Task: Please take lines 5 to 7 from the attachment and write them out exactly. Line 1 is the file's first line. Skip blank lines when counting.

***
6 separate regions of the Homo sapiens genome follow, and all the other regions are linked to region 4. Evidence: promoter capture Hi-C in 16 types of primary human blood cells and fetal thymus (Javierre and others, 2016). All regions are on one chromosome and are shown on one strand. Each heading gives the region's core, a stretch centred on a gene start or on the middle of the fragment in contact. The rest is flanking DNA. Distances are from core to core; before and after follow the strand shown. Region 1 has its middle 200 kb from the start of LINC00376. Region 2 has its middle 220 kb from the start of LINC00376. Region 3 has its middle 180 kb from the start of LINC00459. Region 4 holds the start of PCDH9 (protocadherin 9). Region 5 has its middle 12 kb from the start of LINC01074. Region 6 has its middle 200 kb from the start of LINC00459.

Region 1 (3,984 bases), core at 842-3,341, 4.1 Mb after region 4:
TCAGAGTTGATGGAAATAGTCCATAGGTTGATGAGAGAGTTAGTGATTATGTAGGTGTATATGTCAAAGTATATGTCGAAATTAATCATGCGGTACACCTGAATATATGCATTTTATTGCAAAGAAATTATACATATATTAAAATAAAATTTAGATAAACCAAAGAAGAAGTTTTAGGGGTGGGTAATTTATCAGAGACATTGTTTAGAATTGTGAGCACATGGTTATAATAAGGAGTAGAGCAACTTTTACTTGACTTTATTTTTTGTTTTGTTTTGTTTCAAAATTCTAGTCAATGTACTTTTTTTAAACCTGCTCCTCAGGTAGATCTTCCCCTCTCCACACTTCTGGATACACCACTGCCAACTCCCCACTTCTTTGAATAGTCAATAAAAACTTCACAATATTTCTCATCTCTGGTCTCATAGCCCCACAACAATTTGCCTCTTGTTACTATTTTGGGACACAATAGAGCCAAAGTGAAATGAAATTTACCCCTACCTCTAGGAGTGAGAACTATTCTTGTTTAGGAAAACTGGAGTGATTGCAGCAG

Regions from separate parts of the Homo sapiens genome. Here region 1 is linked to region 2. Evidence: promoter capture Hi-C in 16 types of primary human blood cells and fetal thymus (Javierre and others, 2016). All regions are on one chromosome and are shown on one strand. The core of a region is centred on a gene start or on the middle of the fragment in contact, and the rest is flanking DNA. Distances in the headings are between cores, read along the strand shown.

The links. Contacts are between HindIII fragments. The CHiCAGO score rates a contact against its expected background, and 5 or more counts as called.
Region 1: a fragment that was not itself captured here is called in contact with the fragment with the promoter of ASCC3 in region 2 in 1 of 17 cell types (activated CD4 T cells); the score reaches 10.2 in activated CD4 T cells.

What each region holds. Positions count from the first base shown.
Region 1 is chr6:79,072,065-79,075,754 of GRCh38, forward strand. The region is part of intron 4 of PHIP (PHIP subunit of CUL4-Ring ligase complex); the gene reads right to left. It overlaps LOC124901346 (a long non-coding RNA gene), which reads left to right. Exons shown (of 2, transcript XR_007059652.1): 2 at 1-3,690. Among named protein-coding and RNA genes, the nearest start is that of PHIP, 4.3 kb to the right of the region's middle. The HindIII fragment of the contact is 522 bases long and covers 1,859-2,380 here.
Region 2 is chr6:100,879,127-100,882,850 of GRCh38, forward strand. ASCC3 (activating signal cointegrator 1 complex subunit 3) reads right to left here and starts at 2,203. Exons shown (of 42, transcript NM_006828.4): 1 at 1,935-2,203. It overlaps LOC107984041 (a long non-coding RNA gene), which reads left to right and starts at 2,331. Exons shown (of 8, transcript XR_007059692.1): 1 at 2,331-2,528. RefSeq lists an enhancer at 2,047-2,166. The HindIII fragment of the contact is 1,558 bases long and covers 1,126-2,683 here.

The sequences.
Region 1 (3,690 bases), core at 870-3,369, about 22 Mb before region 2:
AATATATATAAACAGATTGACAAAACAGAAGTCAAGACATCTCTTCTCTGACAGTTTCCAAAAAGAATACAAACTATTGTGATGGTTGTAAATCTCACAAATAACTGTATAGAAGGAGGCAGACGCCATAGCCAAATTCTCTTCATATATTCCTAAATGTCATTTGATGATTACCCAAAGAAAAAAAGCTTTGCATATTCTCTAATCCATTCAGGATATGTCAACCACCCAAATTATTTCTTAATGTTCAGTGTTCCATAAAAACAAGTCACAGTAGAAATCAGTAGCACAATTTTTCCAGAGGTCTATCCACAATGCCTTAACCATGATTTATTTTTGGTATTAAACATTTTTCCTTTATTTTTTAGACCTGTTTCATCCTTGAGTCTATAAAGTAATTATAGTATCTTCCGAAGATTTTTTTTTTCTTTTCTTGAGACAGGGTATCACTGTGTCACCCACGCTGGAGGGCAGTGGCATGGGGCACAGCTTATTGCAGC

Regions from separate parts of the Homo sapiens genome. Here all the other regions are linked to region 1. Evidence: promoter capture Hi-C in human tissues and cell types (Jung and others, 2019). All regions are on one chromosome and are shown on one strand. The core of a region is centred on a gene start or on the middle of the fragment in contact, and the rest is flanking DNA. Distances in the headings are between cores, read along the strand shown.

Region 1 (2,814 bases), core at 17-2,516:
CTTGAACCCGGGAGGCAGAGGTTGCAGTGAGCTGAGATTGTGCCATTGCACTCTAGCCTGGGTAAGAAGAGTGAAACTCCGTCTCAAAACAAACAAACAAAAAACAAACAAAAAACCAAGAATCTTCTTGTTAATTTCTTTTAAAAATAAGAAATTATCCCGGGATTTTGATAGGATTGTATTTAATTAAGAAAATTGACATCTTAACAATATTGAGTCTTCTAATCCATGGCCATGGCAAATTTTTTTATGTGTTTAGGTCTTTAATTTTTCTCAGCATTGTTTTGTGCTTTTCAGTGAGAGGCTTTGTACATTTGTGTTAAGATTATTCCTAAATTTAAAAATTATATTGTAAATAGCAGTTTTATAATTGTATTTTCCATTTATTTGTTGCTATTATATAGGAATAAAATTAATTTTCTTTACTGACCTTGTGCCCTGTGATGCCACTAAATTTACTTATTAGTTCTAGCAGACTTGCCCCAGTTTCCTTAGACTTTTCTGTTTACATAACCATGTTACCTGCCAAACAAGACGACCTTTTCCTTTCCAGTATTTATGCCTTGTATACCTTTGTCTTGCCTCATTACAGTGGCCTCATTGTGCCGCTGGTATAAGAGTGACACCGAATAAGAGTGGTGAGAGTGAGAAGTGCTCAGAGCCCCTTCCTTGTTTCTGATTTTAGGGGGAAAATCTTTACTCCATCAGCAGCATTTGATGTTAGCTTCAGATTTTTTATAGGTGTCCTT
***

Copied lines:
The links. Contacts are between HindIII fragments. The CHiCAGO score rates a contact against its expected background, and 5 or more counts as called.
Region 1: a fragment that was not itself captured here is called in contact with the fragment with the promoter of ASCC3 in region 2 in 1 of 17 cell types (activated CD4 T cells); the score reaches 10.2 in activated CD4 T cells.

What each region holds. Positions count from the first base shown.